- File change monitor
- Text wrapping
- Source code highlighter
- Little directory change monitor (cames handy when working on multiple files, to get the current one always displayed)
- which can run arbitrary commands on file changes
- which passes filepath, raw and prettyfied content to the other command
Note: Poor man's implementation, polling. Check inotify based tools if you want sth better.

## Alternatives

The ones I know of (and which made me write mdv ;-) ):

1. There are quite a few from the js community (e.g. [msee](, ansidown, ansimd and also nd which is great) but they require nodejs & npm, which I don't have on my servers. Also I personally wanted table handling and admonition support throughout and prob. too old to hack other peoples' js (struggling enough with my own). But have a look at them, they do some things better than mdv in this early version (I try to learn from them). Also [this]( would be worth a look ;-)
2. pandoc -> html -> elinks, lynx or pandoc -> groff -> man. (Heavy and hard to use from within other programs. Styling suboptimal)
3. vimcat (Also heavy and hard to use inline in other programs)

Summary: For production ready robust markdown viewing (e.g. for your customers) I recommend nd still, due to the early state of mdv. For playing around, especially with theming or when with Python, this one might be a valid alternative to look at.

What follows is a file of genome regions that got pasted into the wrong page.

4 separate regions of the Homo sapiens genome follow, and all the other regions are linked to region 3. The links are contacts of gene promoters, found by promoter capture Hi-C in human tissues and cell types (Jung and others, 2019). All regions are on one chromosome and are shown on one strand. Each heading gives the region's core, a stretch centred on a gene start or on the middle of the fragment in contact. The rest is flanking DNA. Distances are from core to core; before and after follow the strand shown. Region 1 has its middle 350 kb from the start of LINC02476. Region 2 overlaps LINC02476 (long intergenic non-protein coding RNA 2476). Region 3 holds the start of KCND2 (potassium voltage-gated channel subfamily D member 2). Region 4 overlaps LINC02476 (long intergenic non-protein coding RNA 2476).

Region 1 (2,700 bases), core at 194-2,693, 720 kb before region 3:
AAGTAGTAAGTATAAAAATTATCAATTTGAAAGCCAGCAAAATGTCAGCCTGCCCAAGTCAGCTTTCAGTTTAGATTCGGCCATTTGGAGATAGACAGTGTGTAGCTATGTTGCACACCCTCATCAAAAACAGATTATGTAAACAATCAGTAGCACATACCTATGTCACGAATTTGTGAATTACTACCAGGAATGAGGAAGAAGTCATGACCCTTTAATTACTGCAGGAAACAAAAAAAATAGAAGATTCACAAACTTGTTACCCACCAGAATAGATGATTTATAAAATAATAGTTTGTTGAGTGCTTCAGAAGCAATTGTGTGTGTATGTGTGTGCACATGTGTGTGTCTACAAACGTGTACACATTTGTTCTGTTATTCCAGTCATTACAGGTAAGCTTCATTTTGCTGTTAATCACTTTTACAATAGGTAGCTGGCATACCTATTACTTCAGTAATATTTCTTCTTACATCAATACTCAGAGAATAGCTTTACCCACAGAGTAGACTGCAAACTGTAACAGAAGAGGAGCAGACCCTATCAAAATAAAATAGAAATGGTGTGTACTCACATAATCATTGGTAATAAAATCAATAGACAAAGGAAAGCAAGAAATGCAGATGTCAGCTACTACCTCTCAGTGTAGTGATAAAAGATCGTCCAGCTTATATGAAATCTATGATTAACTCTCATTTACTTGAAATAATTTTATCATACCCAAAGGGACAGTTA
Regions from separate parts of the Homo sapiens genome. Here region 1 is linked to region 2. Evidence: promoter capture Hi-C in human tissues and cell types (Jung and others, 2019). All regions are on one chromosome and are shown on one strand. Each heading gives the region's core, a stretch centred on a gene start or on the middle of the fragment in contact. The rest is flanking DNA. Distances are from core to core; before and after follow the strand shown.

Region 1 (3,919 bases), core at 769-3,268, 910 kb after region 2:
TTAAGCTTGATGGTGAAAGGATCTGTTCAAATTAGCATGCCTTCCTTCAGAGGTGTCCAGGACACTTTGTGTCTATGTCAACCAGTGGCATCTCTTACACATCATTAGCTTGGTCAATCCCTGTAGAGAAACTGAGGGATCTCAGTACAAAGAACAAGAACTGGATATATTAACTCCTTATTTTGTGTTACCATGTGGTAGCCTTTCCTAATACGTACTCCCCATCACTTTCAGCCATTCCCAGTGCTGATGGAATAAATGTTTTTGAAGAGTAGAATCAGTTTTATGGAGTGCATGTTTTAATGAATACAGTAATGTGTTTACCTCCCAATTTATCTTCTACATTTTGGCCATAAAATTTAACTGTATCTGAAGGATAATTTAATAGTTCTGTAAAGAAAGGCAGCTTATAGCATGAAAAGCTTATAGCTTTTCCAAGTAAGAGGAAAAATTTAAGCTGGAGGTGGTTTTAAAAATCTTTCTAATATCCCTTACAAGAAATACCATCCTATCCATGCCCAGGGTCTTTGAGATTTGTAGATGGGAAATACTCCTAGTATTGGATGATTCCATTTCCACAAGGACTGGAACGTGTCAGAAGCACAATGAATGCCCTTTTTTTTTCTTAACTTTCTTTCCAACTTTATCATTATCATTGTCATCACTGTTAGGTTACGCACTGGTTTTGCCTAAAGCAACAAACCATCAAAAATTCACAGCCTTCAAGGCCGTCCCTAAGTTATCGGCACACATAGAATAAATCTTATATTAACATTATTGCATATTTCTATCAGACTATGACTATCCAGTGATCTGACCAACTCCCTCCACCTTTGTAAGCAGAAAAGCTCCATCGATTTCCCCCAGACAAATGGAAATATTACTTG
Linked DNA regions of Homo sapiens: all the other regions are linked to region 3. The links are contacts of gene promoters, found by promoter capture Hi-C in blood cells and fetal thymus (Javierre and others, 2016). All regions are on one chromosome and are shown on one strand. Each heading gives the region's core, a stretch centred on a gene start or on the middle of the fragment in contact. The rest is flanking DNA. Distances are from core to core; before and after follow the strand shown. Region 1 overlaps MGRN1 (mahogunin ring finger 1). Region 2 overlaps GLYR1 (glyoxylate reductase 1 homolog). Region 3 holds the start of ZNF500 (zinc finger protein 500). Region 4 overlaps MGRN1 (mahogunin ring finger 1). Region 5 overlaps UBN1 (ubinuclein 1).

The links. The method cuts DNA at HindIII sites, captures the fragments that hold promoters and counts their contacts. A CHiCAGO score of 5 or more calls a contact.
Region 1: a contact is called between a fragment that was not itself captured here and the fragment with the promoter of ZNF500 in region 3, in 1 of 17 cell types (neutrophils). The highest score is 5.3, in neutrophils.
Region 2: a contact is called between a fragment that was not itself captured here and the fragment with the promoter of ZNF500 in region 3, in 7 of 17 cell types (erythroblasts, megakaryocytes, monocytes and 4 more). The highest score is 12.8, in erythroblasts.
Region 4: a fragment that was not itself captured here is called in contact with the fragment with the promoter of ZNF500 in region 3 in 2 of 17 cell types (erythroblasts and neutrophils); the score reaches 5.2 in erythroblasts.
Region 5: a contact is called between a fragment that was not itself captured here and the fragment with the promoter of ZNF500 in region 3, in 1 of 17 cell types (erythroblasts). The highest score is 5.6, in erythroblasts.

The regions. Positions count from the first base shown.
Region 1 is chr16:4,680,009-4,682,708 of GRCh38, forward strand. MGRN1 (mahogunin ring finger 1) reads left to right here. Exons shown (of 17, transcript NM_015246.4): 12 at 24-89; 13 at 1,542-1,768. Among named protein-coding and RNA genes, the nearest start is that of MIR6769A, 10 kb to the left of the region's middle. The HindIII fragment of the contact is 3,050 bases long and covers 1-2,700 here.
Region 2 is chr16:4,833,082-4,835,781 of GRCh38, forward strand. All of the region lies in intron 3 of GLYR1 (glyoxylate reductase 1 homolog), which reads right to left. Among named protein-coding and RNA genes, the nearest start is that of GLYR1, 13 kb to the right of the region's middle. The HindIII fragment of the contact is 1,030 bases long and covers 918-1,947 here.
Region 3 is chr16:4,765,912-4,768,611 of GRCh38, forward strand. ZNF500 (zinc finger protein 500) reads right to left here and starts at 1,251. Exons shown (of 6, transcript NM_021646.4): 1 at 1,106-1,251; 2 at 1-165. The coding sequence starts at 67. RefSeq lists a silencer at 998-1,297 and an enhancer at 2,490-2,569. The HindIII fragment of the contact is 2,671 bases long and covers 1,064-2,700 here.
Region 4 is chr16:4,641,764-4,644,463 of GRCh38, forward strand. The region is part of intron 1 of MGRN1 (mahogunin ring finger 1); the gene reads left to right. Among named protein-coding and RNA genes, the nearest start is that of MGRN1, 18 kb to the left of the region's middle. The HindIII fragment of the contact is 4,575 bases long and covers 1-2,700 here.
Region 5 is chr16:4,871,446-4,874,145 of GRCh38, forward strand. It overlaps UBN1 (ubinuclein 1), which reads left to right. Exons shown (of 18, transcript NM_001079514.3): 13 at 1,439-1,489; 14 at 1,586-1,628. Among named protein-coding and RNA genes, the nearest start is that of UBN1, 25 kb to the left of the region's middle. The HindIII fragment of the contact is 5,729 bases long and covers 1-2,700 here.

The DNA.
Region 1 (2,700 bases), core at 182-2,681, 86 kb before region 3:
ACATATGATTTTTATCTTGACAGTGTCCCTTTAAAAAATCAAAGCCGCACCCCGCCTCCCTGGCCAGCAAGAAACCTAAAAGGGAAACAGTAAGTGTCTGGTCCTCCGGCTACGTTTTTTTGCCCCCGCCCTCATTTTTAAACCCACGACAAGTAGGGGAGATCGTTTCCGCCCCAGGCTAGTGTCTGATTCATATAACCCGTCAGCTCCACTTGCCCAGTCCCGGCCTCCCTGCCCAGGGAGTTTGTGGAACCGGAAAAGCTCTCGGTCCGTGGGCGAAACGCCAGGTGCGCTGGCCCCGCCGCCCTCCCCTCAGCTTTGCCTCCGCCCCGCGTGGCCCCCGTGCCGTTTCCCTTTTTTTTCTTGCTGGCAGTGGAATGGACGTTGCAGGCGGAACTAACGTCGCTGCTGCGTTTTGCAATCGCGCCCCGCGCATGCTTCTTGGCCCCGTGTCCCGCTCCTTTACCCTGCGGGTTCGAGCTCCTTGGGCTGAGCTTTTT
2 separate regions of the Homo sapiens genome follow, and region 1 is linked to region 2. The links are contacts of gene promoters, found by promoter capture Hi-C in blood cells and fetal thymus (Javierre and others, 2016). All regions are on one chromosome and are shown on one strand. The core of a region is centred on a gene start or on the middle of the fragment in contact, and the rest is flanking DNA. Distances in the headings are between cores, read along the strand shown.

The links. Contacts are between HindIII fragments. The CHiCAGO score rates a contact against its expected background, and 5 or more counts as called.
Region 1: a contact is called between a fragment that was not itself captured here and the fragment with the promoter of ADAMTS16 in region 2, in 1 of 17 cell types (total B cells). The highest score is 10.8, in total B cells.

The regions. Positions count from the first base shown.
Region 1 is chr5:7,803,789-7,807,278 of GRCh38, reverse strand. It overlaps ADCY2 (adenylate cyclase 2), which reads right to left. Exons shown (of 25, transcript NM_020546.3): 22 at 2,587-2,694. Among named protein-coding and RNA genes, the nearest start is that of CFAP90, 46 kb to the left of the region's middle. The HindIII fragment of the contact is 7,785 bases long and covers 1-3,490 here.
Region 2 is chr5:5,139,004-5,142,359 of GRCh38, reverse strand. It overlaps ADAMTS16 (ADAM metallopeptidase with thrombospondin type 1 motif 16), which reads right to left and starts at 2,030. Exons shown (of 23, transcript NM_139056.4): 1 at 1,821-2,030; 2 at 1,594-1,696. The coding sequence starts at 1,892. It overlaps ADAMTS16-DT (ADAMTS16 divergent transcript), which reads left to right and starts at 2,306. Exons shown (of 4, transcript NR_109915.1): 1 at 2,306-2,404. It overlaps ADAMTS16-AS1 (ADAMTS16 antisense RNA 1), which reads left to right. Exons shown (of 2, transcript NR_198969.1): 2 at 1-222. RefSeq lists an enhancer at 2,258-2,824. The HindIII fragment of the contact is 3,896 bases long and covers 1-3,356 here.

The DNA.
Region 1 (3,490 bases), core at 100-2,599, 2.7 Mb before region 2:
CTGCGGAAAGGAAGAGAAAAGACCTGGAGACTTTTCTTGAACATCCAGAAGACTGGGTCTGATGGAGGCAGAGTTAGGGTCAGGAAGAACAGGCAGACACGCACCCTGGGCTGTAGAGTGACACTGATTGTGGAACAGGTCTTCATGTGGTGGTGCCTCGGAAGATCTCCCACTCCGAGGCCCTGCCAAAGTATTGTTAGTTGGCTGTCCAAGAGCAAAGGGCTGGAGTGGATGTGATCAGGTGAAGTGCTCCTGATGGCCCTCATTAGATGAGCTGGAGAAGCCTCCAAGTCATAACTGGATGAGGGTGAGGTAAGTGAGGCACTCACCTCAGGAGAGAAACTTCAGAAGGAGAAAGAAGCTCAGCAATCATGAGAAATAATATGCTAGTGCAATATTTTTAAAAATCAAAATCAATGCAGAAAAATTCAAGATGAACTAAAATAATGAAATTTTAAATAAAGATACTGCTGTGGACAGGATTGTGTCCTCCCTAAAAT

## Installation

### Requirements

- python2.7
- py markdown (pip install markdown)
- py pygments (pip install pygments)
- py yaml (pip install yaml)

Further a 256 color terminal (for now best with dark background) and font support for a few special separator characters (which you could change via config).

> For light terms you'd just need to revert the 5 colors from the themes, since they are sorted by luminocity.

I did not test anything on windows.

#### Py2.7?!

Except for some print brackets there is no reason it would not run in 3 and I'd
pull if anybody sent me a version for 2 and 3. I myself won't do it though, will
never work in a language w/o bytestrings and the most important type based on
[funny enumerated]( symbols.

### Setup

Distribution via setuptools. If setuptools is not installed, run:

pip install setuptools

Use the provided inside, I.e. run:

sudo ./ install
(or ./ install --user to install only for the current user)

No pip currently.

## Usage

### CLI

# Usage:

mdv [-t THEME] [-T C_THEME] [-i] [-x] [-X Lexer] [-l] [-L] [-c COLS] [-f FROM] [-m] [-C MODE] [-M DIR] [-H] [-A] [MDFILE]

# Options:

MDFILE : Path to markdown file
-t THEME : Key within the color ansi_table.json. 'random' accepted.
-T C_THEME: Theme for code highlight. If not set: Using THEME.